SPRING TIME IS HIGH TIME FOR TEA! By Lenore Emery

Apr 15th, 2007

I know it seems a bit old fashion, but the modern versions of afternoon tea sometimes referred to as “high tea” can be pure pleasure for both hosts and guests. It certainly has endured the test of time having been given British historical reference in the early 1800’s. Many fine hotels all across America serve everything from elegant formal affairs to afternoon tea and scones. Clearly a tea party is what you make it! Whether celebrating a birthday, graduation, Mother’s Day, or simply an excuse to dress up and use the fine china, a tea party is both trendy chic and traditional.

Recently I had the pleasure of attending TEA at the home of one of our customers. Shirley, who owns a vacation home here in Cannon Beach, has dropped in at the cooking school many times since we opened, and has even taken a class or two. Shirley’s enthusiasm for cooking is so evident in speaking with her that both Bob and I believe her to be an extraordinary cook! And indeed, we learned that Shirley’s passion is planning and giving afternoon tea! What a coincidence, I told Shirley one afternoon last December. I was writing curriculum at the time for how to give a TEA to debut this Spring! To my delight Shirley said she would work with me, but I didn’t expect an invitation for me and a guest to tea at her home! A good friend of mine, Wendy, had spent quite a long time as a child in London, and knew first hand all about tea time in Britain. Wendy was the perfect companion to take to tea at Shirley’s.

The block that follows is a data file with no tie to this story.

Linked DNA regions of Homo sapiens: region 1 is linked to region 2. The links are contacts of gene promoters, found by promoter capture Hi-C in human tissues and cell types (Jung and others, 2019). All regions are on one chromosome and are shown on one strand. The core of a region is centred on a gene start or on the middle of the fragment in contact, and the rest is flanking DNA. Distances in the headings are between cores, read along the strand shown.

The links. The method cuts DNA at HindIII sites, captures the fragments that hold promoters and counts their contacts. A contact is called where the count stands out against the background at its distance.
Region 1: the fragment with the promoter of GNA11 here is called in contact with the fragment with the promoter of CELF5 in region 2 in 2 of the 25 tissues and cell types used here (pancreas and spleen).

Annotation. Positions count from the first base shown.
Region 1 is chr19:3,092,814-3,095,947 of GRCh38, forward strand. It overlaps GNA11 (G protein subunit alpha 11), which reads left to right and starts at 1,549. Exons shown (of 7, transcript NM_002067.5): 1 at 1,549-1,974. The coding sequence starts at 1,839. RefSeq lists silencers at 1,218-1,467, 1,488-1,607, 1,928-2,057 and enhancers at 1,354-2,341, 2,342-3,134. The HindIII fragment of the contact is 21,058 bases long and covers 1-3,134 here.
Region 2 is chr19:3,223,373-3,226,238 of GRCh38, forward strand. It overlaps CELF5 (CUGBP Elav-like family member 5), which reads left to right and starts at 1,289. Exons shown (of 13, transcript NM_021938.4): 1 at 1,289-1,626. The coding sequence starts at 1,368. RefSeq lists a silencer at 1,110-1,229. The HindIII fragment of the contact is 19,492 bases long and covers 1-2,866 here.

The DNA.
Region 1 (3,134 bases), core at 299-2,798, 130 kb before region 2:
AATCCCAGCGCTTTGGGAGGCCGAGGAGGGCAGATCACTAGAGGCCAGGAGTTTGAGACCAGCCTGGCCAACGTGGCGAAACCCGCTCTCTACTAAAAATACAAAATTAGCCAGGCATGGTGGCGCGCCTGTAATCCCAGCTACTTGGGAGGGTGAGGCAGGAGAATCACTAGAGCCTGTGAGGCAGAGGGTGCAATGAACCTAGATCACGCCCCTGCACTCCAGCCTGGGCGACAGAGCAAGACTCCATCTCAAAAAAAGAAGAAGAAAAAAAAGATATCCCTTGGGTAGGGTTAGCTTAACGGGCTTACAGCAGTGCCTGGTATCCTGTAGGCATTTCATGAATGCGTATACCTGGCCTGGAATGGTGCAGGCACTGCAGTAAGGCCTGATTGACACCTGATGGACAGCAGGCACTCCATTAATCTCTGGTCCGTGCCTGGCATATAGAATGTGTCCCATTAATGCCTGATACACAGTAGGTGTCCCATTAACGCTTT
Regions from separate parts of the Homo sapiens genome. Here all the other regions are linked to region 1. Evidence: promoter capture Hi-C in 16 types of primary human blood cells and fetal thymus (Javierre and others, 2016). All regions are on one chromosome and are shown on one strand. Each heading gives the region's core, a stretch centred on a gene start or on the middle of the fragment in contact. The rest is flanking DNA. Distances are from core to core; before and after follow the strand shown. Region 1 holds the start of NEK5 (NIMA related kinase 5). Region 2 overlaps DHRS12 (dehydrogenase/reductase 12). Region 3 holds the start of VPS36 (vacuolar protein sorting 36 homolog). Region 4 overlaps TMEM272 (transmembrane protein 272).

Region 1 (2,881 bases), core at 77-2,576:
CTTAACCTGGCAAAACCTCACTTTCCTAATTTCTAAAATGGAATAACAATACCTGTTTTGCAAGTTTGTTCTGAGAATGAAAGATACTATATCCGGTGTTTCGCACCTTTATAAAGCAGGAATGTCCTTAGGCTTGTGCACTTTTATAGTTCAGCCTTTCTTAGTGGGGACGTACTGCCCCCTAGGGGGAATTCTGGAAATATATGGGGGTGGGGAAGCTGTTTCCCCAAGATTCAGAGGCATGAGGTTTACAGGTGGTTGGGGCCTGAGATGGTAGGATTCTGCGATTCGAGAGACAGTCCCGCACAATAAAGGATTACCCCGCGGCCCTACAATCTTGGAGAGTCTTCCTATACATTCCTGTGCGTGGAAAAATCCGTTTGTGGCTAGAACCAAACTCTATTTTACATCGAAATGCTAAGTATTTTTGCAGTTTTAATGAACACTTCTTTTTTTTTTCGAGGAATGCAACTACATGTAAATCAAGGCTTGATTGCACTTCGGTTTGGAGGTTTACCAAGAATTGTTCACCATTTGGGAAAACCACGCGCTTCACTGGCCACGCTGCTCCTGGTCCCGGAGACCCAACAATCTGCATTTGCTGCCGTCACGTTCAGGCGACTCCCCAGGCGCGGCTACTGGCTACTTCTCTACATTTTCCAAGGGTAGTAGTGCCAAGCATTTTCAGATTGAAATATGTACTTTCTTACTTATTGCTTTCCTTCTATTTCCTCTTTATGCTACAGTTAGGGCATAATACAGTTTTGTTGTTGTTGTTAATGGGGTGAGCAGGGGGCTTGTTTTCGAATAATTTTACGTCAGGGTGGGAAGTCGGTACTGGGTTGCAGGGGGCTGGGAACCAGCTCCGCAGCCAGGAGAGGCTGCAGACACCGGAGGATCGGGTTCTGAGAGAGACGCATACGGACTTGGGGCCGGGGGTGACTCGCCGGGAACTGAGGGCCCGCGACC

After greetings and introductions, we began in, almost unintended tutorial fashion, the how-to-do’s of giving a tea. The dining table was set for a very feminine tea party, so appropriate for the baby shower she had given just days earlier. She kept it set just to show us. The coffee table and mantel displayed many beautifully illustrated tea books from her collection, and though she insists nothing fancy is required, her collection of tea service pieces and art was ample and as special as any fine art collected over time. Our tea table was set in a bright windowed corner of her living room with a variety of tea cups, creamers and sugars that all came with a story. Dixie, close friend of Shirley’s, was there to help, and she is also a frequent hostess of teas. Dixie had made several of the menu items we tasted including some of the best shortbread I have tasted. Together Shirley and Dixie described tea-time formalities and traditions—everything from napkins, how to set the table, and what hand to use to serve. After all, this is the way our children learned their table manners, Shirley explained. And TEA isn’t just for girls and women, you know! Mother of six, three boys and three girls, one can only wonder how many tea parties she held. Now her children are all grown up and married with children of their own, and it’s clear that Shirley’s tea parties are more popular than ever.